Perhaps purchases aren't your thing, and those 500 likes are a goldmine for your company. That's perfectly acceptable!
Ward emphasizes the importance of defining a realistic goal, something that can be measured through social media, and giving yourself a realistic timeline to achieve it.
Let us not forget that not everything is quantitative – qualitative data has its own power.
It's referred to as "dark social," and it means that not everything in social media can be tracked. Just because something isn't trackable doesn't mean it isn't happening or having an effect.
Consider hiring a third-party consultant to review or facilitate a social media audit.
This outside perspective can provide new perspectives and ideas while also identifying problems and roadblocks that your in-house team may miss.
"We frequently conduct social media audits for brands that are already doing a great job," Neher says.
"An outside perspective enables businesses to better benchmark and gain a new set of eyes." Even businesses that are already doing well benefit from expert advice."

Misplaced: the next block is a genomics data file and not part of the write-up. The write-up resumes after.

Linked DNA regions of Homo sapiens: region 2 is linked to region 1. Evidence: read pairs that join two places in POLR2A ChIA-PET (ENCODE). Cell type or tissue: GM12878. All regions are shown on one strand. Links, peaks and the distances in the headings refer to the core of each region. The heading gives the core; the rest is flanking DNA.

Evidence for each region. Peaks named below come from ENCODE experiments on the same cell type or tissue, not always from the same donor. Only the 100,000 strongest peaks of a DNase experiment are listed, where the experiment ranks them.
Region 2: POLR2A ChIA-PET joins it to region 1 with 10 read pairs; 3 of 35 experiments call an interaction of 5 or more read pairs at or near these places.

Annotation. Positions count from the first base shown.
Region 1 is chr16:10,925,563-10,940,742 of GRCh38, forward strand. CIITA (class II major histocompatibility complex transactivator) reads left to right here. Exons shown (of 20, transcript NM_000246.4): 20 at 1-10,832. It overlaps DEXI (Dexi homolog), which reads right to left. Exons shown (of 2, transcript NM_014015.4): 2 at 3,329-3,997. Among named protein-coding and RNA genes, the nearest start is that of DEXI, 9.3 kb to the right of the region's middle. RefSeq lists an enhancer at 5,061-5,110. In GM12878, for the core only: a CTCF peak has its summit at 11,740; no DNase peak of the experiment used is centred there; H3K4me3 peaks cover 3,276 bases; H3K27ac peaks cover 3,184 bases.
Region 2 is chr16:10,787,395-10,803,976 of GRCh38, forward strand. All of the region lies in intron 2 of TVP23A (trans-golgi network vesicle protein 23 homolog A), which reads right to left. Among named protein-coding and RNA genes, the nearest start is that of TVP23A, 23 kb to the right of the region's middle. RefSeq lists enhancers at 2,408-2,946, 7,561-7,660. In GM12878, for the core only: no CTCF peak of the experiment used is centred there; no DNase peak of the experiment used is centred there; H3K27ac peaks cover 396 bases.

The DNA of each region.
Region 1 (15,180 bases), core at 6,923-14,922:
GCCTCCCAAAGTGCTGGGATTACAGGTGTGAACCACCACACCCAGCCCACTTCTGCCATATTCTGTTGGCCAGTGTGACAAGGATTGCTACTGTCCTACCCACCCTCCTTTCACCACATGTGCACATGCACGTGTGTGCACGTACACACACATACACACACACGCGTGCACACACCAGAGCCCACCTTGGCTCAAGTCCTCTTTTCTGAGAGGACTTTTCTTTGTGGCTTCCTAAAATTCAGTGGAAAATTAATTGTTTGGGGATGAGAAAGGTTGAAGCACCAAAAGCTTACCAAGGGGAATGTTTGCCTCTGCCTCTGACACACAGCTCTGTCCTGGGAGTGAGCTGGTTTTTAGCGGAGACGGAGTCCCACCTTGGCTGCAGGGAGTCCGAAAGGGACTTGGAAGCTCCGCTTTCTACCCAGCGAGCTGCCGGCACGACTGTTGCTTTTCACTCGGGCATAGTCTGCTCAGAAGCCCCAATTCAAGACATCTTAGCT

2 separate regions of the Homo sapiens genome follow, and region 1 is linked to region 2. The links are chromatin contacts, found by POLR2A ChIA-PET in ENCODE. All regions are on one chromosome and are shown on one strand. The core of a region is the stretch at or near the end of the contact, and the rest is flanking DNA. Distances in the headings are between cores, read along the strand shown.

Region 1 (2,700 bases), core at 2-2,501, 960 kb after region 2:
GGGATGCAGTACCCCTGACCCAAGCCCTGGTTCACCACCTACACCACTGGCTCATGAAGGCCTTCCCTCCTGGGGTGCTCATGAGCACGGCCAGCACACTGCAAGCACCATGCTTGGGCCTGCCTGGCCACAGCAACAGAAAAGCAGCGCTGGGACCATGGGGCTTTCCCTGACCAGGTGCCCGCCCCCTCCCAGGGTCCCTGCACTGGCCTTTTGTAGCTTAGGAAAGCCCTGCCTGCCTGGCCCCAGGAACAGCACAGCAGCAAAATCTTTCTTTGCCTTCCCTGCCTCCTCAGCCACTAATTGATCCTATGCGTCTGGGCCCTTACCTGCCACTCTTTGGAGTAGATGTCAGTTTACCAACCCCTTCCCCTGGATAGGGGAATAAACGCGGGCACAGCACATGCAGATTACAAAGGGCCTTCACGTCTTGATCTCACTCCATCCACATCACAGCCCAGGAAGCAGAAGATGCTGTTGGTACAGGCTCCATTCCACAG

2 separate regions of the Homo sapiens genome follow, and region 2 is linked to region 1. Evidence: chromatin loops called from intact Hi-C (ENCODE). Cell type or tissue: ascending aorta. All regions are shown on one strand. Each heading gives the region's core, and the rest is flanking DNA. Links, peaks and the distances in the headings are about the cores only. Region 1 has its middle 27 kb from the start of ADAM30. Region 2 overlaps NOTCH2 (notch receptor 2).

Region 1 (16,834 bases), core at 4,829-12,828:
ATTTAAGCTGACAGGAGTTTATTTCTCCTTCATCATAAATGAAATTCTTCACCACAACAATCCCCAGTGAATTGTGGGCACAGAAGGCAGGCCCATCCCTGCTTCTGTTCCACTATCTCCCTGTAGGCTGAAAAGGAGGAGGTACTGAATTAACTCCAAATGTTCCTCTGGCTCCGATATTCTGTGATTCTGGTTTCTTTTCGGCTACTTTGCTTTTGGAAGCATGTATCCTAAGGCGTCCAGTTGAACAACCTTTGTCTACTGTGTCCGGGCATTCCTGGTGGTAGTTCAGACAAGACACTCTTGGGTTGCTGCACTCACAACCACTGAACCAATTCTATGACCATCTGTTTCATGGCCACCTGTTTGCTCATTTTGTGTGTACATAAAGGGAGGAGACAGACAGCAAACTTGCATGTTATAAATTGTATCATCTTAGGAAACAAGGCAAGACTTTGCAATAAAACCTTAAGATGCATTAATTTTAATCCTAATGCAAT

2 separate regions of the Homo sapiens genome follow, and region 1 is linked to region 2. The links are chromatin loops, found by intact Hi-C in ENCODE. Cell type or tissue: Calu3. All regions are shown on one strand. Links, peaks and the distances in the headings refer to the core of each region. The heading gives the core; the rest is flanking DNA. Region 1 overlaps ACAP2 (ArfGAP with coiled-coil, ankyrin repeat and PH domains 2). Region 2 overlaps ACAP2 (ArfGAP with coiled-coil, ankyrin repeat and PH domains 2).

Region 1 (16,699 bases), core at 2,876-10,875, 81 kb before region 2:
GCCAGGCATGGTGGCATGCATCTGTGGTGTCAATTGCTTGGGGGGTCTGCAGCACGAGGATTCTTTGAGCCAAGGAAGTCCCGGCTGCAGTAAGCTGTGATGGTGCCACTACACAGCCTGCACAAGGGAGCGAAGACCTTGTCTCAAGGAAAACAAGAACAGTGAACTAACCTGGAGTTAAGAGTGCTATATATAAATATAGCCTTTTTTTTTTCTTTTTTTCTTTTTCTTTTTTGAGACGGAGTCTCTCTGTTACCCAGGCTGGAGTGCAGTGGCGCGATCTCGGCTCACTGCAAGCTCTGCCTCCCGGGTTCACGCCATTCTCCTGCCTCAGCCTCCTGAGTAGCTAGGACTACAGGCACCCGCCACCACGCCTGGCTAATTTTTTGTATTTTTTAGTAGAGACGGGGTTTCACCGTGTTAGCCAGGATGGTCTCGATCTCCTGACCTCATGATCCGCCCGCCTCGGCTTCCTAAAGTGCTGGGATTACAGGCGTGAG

According to Neher, a thorough analysis of the data is also essential. An effective social media audit performed by an outside consultant should include the following components:
Put your brand on the scale and see how it measures up.
Are you overweight on Web 2.0 and muscle-less on Web 3.0?
This could be a problem with social media health.
Brands that refuse to adapt to the rapid innovation shift away from reliance on big techs like Google, Facebook, and Apple will have a lower chance of survival.
Maintaining a healthy social media marketing strategy maximizes audience retention and attention.
The social media community, creators, and utility are all part of the Web 3.0 era.
It's when your audience has a bigger say than you do in your success.
Adapt or perish.